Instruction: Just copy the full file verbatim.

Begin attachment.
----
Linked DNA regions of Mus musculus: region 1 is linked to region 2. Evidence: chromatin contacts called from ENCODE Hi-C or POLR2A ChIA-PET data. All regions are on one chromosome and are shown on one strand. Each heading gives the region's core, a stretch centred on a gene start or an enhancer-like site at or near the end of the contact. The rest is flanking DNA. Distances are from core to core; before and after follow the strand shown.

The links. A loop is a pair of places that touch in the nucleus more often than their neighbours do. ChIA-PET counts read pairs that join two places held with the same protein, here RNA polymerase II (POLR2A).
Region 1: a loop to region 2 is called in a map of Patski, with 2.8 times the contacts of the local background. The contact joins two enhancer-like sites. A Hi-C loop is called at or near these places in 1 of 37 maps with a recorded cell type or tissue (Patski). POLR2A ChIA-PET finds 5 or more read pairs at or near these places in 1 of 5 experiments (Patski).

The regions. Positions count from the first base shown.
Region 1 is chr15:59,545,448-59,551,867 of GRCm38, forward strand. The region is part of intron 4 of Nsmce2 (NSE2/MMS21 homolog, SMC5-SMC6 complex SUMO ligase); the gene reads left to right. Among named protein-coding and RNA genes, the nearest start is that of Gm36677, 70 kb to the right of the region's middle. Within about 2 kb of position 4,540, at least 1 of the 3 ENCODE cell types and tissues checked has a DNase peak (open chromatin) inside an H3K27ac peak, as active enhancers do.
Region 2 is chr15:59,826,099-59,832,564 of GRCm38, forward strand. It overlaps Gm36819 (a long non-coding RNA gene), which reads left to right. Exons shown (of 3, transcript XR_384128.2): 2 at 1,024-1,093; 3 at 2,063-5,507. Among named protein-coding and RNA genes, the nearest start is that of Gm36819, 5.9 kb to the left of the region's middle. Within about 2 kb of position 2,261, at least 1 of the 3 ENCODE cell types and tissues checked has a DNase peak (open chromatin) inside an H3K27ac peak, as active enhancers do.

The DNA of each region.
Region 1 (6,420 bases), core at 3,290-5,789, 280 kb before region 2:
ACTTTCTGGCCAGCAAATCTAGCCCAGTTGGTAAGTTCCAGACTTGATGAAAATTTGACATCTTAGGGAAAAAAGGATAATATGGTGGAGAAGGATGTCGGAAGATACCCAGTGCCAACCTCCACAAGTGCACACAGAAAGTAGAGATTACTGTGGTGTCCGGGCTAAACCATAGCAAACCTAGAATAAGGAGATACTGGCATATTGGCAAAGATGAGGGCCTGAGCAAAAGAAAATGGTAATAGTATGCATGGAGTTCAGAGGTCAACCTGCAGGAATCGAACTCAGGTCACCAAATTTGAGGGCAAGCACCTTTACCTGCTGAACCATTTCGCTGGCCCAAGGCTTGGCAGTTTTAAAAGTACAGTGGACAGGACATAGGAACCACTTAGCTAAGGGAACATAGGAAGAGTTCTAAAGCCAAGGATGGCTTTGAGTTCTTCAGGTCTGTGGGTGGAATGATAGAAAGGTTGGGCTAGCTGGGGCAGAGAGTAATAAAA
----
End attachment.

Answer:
Linked DNA regions of Mus musculus: region 1 is linked to region 2. Evidence: chromatin contacts called from ENCODE Hi-C or POLR2A ChIA-PET data. All regions are on one chromosome and are shown on one strand. Each heading gives the region's core, a stretch centred on a gene start or an enhancer-like site at or near the end of the contact. The rest is flanking DNA. Distances are from core to core; before and after follow the strand shown.

The links. A loop is a pair of places that touch in the nucleus more often than their neighbours do. ChIA-PET counts read pairs that join two places held with the same protein, here RNA polymerase II (POLR2A).
Region 1: a loop to region 2 is called in a map of Patski, with 2.8 times the contacts of the local background. The contact joins two enhancer-like sites. A Hi-C loop is called at or near these places in 1 of 37 maps with a recorded cell type or tissue (Patski). POLR2A ChIA-PET finds 5 or more read pairs at or near these places in 1 of 5 experiments (Patski).

The regions. Positions count from the first base shown.
Region 1 is chr15:59,545,448-59,551,867 of GRCm38, forward strand. The region is part of intron 4 of Nsmce2 (NSE2/MMS21 homolog, SMC5-SMC6 complex SUMO ligase); the gene reads left to right. Among named protein-coding and RNA genes, the nearest start is that of Gm36677, 70 kb to the right of the region's middle. Within about 2 kb of position 4,540, at least 1 of the 3 ENCODE cell types and tissues checked has a DNase peak (open chromatin) inside an H3K27ac peak, as active enhancers do.
Region 2 is chr15:59,826,099-59,832,564 of GRCm38, forward strand. It overlaps Gm36819 (a long non-coding RNA gene), which reads left to right. Exons shown (of 3, transcript XR_384128.2): 2 at 1,024-1,093; 3 at 2,063-5,507. Among named protein-coding and RNA genes, the nearest start is that of Gm36819, 5.9 kb to the left of the region's middle. Within about 2 kb of position 2,261, at least 1 of the 3 ENCODE cell types and tissues checked has a DNase peak (open chromatin) inside an H3K27ac peak, as active enhancers do.

The DNA of each region.
Region 1 (6,420 bases), core at 3,290-5,789, 280 kb before region 2:
ACTTTCTGGCCAGCAAATCTAGCCCAGTTGGTAAGTTCCAGACTTGATGAAAATTTGACATCTTAGGGAAAAAAGGATAATATGGTGGAGAAGGATGTCGGAAGATACCCAGTGCCAACCTCCACAAGTGCACACAGAAAGTAGAGATTACTGTGGTGTCCGGGCTAAACCATAGCAAACCTAGAATAAGGAGATACTGGCATATTGGCAAAGATGAGGGCCTGAGCAAAAGAAAATGGTAATAGTATGCATGGAGTTCAGAGGTCAACCTGCAGGAATCGAACTCAGGTCACCAAATTTGAGGGCAAGCACCTTTACCTGCTGAACCATTTCGCTGGCCCAAGGCTTGGCAGTTTTAAAAGTACAGTGGACAGGACATAGGAACCACTTAGCTAAGGGAACATAGGAAGAGTTCTAAAGCCAAGGATGGCTTTGAGTTCTTCAGGTCTGTGGGTGGAATGATAGAAAGGTTGGGCTAGCTGGGGCAGAGAGTAATAAAA